Grenfell: East London's most pioneering brand

Managing Director Mo Azam gives Lee Osborne behind the scenes access to the Grenfell archives and manufacturing facility in London’s East End. He explains how his father negotiated the brand’s return to its British roots and how a chance DM led to the acquisition of an incredible company heirloom
Grenfell: East London's most pioneering brand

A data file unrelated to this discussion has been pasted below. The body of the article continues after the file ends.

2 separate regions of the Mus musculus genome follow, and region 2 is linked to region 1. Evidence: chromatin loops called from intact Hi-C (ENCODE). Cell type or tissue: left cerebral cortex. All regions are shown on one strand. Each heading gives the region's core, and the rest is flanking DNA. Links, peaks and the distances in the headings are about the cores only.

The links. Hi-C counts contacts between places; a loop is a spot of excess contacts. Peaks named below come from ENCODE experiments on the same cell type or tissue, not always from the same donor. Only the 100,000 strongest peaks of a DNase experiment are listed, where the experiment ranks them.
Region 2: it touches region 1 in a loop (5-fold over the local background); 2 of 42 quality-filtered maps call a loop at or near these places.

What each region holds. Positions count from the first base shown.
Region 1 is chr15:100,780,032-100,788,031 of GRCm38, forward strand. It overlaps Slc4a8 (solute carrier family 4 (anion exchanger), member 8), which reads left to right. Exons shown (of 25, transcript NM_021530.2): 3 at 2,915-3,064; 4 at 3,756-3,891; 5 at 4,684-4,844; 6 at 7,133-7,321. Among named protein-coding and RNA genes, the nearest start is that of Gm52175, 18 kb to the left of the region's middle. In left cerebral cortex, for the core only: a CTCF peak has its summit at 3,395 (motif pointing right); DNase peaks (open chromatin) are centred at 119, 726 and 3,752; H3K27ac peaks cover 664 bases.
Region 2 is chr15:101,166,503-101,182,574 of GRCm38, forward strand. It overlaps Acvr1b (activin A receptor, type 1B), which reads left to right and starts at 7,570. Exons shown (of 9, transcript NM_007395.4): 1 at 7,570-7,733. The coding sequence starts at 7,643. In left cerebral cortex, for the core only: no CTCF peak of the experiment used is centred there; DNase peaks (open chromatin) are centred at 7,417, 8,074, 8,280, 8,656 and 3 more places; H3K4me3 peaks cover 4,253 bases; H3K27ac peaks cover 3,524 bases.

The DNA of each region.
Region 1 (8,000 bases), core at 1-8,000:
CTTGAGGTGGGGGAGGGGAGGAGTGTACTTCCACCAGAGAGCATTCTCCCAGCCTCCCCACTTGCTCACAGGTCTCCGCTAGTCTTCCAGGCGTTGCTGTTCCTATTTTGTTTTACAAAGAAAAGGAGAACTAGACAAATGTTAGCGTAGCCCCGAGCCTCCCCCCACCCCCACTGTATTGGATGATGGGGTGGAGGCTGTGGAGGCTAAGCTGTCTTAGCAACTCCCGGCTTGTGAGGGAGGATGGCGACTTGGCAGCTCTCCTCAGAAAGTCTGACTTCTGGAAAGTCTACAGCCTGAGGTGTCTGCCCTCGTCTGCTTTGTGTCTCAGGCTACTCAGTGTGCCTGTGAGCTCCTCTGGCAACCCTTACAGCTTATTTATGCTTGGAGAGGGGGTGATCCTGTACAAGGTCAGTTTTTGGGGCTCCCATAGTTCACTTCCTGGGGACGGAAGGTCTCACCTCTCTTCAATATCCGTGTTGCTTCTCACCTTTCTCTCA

Christian Barker’s recent piece Man of the Cloth which appeared on this website spoke in eloquent detail about medical missionary Sir Wilfred Thomason Grenfell’s search for a fabric that could withstand the extreme conditions he’d encountered on his expeditions to help the needy folk of the Labrador Coast, Newfoundland. After a chance encounter at a talk, where Grenfell himself, as chief speaker, threw down the gauntlet to the local weaving community, the wonder cloth as it became known was eventually woven at Lodge Mill in Burnley by Walter Haythornthwaite. He was struck by Dr Grenfell’s words, “that you could not keep a statue warm by putting a fur coat on it; clothing must be windproof but also must breathe.” He gladly accepted the challenge and invented a fabric dense enough to repel the elements, whilst being permeable to perspiration. “Grenfell cloth exploded on to the scene when it first became available to the general public in 1923,” says Grenfell Managing Director Mo Azam as he talks me through the company’s 96-year evolution, referencing a wall-mounted timeline featuring a succession of black and white imagery held in the archive section of their manufacturing facility, a former Metropolitan Police forensics laboratory, in London’s E17. “It quickly became the fabric of choice”, reveals Azam, “rather like a Gore-Tex of its day – it was a new way to weave cotton. It was technical, lightweight, weatherproof and ultimately very breathable.” It became the go-to cloth for a whole host of leading figures of the great outdoors – indeed, Grenfell’s archives read rather like a who's who of brand ambassadorships, long before the term had even been coined: In 1926 American naval officer and explorer Admiral Byrd embarked on a mission to fly over the North Pole in a Grenfell Cloth flying suit. It lasted fifteen hours and fifty-seven minutes, covering 1,335 nautical miles, with Byrd remarking that his suit was the finest cloth he had found for his escapades; British racing motorist Sir Malcolm Campbell who broke the land and waterspeed record in the same year, 1964 - did so wearing Grenfell cloth racing suits while American aviation pioneer Amelia Earhart was attired in a Grenfell flying suit when she became the first female pilot to fly solo across the Atlantic Ocean in 1928.